Library filed under Taxes & Subsidies
Are renewable energy credits (RECs) and carbon offsets exchanged in totally different markets, with little crossover potential for project developers and investors?
WASHINGTON — Trying to calm anxieties about soaring energy costs, President Bush is using his State of the Union address this week to focus on a package of energy of proposals aimed at bringing fuel-saving technologies out of the lab and into use.
SPRINGFIELD - Supporters of energy-producing wind farms say a plan to change how the state taxes the giant turbines could put the fledgling industry out of business.
The natural foods grocery chain, Whole Foods, failed to do its homework when it agreed to buy “wind energy” and, thereby, launch the nation’s largest demonstration to date of “ green energy” pseudo-environmentalism! Three of the interesting conclusions from the analysis: • “109 huge (32+ story, 350+ foot), low electricity producing wind turbines will be needed to produce the 458,000,000 kWh of “wind generated” electricity that Whole Foods has (in theory) purchased.” • “$1 million spent for energy efficient light bulbs would avoid the use of 171,550,000 kWh of electricity over 5 years -- which is more than 3 times the 56,064,000 kWh of electricity that a $1,000,000 wind turbine might be able to produce over 20 years!” • “Like the leaders in other organizations that have undertaken similar pseudo-environmental actions, it appears that Whole Foods executives thought only about the favorable PR benefits they would enjoy, while failing to consider the adverse impacts of their action.” Editor's Note: According to the World Resources Institute and the U.S. Environmental Protection Agency the top 10 purchasers of 'wind energy' are: Whole Foods Market Inc. 458,000 megawatts (a year) Johnson & Johnson 295,000 MW DuPont & Co. 170,000 MW Starbucks Corp. 150,000 MW IBM Corp. 110,000 MW Safeway Inc. 78,000 MW HSBC 66,000 MW NatureWorks LLC 59,000 MW Advanced Micro Devices Inc. 52,500 MW WhiteWave Foods 49,500 MW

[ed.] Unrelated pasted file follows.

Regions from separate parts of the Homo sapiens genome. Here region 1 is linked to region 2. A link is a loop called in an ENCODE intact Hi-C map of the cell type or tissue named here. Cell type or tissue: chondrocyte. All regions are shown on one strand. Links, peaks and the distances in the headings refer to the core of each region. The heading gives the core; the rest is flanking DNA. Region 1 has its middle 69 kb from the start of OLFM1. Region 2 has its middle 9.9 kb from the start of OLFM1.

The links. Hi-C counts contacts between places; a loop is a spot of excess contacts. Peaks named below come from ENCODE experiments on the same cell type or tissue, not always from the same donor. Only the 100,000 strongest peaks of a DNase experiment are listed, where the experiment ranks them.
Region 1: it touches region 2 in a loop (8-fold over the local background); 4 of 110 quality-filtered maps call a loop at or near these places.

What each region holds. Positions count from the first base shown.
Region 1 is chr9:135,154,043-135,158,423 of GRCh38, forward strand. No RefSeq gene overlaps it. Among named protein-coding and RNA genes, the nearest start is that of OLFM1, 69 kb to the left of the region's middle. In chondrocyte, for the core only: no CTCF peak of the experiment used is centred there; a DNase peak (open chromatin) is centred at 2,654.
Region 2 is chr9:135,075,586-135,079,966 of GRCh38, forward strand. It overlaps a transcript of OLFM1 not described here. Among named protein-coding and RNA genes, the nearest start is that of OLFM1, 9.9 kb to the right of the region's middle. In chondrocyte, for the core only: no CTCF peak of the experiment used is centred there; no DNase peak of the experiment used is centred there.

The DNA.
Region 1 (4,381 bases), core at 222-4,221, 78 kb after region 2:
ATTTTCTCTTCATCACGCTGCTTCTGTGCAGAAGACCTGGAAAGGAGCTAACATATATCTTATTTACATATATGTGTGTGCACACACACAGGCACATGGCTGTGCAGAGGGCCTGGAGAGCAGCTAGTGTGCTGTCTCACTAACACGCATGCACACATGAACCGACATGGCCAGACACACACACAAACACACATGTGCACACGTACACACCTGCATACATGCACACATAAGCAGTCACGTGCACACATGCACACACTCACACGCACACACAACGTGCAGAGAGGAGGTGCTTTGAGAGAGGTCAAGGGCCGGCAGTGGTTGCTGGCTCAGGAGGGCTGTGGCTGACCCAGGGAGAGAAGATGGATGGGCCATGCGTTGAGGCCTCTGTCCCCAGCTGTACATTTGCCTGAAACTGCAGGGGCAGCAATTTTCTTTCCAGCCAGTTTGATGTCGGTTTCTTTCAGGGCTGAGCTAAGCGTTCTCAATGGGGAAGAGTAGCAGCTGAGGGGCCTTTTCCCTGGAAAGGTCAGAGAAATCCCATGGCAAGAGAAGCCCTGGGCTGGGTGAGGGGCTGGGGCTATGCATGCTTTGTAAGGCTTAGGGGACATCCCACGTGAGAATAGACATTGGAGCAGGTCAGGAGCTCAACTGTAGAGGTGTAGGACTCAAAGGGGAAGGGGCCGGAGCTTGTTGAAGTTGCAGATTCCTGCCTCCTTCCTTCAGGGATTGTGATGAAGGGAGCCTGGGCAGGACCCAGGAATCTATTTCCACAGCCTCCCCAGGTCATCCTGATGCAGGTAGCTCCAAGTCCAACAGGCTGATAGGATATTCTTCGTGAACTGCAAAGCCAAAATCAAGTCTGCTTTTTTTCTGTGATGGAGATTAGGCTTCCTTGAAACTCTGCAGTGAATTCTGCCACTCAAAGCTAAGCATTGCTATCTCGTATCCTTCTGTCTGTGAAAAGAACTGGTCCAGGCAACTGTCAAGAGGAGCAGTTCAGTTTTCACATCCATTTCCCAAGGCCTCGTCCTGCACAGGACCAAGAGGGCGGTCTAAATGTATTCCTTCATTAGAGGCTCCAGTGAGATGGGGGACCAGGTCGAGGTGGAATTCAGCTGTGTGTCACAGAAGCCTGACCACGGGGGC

Time is of the essence when it comes to the proposed windmill projects in Herkimer County. At least that is what the legislators were told Wednesday night.
It all sounds nice and crunchy on the surface, but Whole Foods might soon find itself picketed the same way Wal-Mart is, but instead of unions it'll be environmentalists.
WEST Devon and Torridge MP Geoffrey Cox has launched a probe into the amount of public money spent by the Government to subsidise companies who develop wind farms. Mr Cox's Parliamentary Questions will form part of the latest stage in his campaign in support of the thousands of local residents who object to the siting of two wind farms in his constituency.
Environmentalists have been promising for more than three decades that wind energy would be competitive if there was a "level playing field," but it survives only because the field has been tilted in its favor.
One thing it doesn’t mean is that Whole Foods will now get its power from wind. Though press accounts have praised Whole Foods for “going green” with this move, it actually changes next to nothing.
The bill is designed to give tax refunds and grants for using clean, efficient energy. One of its provisions would award grants of 0.85 cents for each kilowatt of electricity produced by a corporation from certain renewables, including wind utilities.
The advantage of investing in a wind turbine [in India] is that 80 per cent of the project cost is considered accelerated depreciation given as a tax benefit for renewable energy during the first year. Editor's Note: Experts estimate that in the USA as much as two-thirds of a wind developer's return on investment is generated by the Production Tax Credit and depreciation allowances. Without these subsidies wind development would be a modest fraction of current levels.
AUSTRALIA's "green" energy sector is planning to protect profits by lobbying for more industry-friendly government policy, banking environmental credits or improving power plant efficiencies.
Two Somerset County green energy projects got a push Wednesday with a chunk of the state’s $8.6 million funding for clean energy.
That will make Whole Foods the only Fortune 500 company to purchase renewable energy credits — which subsidize the production of energy from renewable sources such as wind — to offset 100% of its electricity use, says the U.S. Environmental Protection Agency says.
It wasn't quite the mighty wind Naperville was hoping for, but the option to purchase renewable energy through residential utility bills did cause a bit of a breeze in its first year.
This means, said Anderson, that they are seeking to impose a requirement that all companies purchase a certain amount of their energy from this renewable source. “The problem is that no one wants to buy the energy they are producing because of the high cost involved,” said Anderson. “However, they are pushing hard and I don't know at this time whether they will be successful or not.”
The minimum price guarantee will apply until the province meets its target of 15 per cent of electricity generated from renewable sources.
Commissioner Duane Patrick brought up the “elephant in the room” in regard to wind farms in Kansas and the payment in lieu of taxes issue.
The legislature needs to be involved in the RPS process. It is a crime to raise hundreds of millions of dollars and then fritter it away on projects that in the end will not reduce emissions.